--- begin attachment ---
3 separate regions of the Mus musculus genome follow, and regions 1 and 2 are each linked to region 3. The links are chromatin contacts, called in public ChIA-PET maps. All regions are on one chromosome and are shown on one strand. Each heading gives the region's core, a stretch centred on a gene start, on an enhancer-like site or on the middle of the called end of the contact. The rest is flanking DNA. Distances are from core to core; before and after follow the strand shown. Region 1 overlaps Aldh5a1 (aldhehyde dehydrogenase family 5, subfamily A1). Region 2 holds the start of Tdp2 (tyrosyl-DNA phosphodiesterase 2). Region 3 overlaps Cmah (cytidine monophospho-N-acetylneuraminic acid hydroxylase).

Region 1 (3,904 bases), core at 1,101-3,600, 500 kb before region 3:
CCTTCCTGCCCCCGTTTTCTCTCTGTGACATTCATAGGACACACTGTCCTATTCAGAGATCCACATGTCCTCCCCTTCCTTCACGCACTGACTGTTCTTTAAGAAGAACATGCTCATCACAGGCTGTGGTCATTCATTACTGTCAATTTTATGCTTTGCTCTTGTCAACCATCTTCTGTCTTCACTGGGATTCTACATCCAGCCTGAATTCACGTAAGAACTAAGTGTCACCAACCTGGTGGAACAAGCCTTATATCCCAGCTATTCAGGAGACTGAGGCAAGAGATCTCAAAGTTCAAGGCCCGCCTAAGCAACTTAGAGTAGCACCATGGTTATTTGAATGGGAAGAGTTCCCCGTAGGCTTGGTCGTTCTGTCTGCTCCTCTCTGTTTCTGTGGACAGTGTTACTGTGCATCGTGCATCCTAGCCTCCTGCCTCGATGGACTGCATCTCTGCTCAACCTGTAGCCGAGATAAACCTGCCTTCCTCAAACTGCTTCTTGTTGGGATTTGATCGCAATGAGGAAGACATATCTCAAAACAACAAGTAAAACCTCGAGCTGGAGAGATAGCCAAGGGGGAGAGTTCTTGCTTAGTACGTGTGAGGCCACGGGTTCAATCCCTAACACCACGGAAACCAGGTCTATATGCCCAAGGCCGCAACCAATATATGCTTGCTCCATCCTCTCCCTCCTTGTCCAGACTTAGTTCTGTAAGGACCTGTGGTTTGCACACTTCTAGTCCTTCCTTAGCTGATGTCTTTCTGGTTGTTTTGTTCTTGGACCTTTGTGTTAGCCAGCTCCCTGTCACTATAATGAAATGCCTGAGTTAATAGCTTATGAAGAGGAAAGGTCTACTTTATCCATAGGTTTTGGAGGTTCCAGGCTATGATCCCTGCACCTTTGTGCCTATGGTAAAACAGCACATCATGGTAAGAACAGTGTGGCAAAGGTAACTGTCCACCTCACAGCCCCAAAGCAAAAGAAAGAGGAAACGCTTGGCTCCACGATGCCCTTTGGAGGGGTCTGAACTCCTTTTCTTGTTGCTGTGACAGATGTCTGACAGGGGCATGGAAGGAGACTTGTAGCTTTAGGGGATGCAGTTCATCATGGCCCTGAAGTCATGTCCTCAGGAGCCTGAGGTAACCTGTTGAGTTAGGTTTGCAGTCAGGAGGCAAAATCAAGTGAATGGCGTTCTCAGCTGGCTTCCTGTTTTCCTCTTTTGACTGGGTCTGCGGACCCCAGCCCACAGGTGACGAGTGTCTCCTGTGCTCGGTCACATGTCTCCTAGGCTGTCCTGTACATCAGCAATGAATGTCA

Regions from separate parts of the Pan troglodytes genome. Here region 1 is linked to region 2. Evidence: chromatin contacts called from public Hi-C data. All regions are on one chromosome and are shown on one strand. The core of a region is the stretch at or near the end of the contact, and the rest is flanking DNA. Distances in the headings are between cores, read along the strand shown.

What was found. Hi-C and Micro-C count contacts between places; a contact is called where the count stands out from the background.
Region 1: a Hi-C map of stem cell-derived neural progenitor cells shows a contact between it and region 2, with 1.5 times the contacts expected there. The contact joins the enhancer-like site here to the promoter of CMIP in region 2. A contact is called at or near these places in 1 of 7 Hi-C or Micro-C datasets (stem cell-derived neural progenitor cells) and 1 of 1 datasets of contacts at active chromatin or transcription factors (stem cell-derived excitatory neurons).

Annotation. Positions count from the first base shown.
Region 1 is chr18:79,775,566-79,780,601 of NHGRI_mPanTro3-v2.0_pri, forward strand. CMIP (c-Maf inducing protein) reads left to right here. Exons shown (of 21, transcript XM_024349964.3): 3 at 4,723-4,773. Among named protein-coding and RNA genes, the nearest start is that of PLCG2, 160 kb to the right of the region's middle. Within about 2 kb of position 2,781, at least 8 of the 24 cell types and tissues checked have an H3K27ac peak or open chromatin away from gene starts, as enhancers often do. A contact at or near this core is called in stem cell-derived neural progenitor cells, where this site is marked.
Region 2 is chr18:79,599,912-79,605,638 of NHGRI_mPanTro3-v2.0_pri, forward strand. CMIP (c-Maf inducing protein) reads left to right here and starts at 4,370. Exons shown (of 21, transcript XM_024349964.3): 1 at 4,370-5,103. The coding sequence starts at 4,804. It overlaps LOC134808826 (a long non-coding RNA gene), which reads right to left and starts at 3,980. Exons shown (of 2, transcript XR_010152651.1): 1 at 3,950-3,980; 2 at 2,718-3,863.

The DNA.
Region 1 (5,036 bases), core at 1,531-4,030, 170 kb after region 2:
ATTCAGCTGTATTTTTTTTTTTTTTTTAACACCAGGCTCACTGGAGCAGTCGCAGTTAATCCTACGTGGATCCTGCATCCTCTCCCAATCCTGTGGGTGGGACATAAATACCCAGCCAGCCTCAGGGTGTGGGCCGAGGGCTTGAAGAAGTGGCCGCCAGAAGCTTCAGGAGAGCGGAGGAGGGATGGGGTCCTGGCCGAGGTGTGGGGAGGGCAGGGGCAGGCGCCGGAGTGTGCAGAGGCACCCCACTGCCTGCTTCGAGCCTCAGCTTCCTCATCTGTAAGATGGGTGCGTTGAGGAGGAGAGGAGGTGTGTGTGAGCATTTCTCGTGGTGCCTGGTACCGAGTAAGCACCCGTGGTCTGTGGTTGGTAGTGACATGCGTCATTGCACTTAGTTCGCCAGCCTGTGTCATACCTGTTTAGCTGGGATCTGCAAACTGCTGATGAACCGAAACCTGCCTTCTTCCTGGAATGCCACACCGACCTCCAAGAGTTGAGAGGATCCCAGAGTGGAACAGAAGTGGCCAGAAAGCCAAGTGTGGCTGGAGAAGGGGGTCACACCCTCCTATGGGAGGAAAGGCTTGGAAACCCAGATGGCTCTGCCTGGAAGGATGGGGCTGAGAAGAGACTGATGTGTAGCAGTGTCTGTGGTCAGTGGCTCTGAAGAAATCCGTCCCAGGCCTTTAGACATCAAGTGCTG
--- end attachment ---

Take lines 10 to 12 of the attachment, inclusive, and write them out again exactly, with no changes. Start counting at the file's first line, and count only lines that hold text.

The DNA.
Region 1 (5,036 bases), core at 1,531-4,030, 170 kb after region 2:
ATTCAGCTGTATTTTTTTTTTTTTTTTAACACCAGGCTCACTGGAGCAGTCGCAGTTAATCCTACGTGGATCCTGCATCCTCTCCCAATCCTGTGGGTGGGACATAAATACCCAGCCAGCCTCAGGGTGTGGGCCGAGGGCTTGAAGAAGTGGCCGCCAGAAGCTTCAGGAGAGCGGAGGAGGGATGGGGTCCTGGCCGAGGTGTGGGGAGGGCAGGGGCAGGCGCCGGAGTGTGCAGAGGCACCCCACTGCCTGCTTCGAGCCTCAGCTTCCTCATCTGTAAGATGGGTGCGTTGAGGAGGAGAGGAGGTGTGTGTGAGCATTTCTCGTGGTGCCTGGTACCGAGTAAGCACCCGTGGTCTGTGGTTGGTAGTGACATGCGTCATTGCACTTAGTTCGCCAGCCTGTGTCATACCTGTTTAGCTGGGATCTGCAAACTGCTGATGAACCGAAACCTGCCTTCTTCCTGGAATGCCACACCGACCTCCAAGAGTTGAGAGGATCCCAGAGTGGAACAGAAGTGGCCAGAAAGCCAAGTGTGGCTGGAGAAGGGGGTCACACCCTCCTATGGGAGGAAAGGCTTGGAAACCCAGATGGCTCTGCCTGGAAGGATGGGGCTGAGAAGAGACTGATGTGTAGCAGTGTCTGTGGTCAGTGGCTCTGAAGAAATCCGTCCCAGGCCTTTAGACATCAAGTGCTG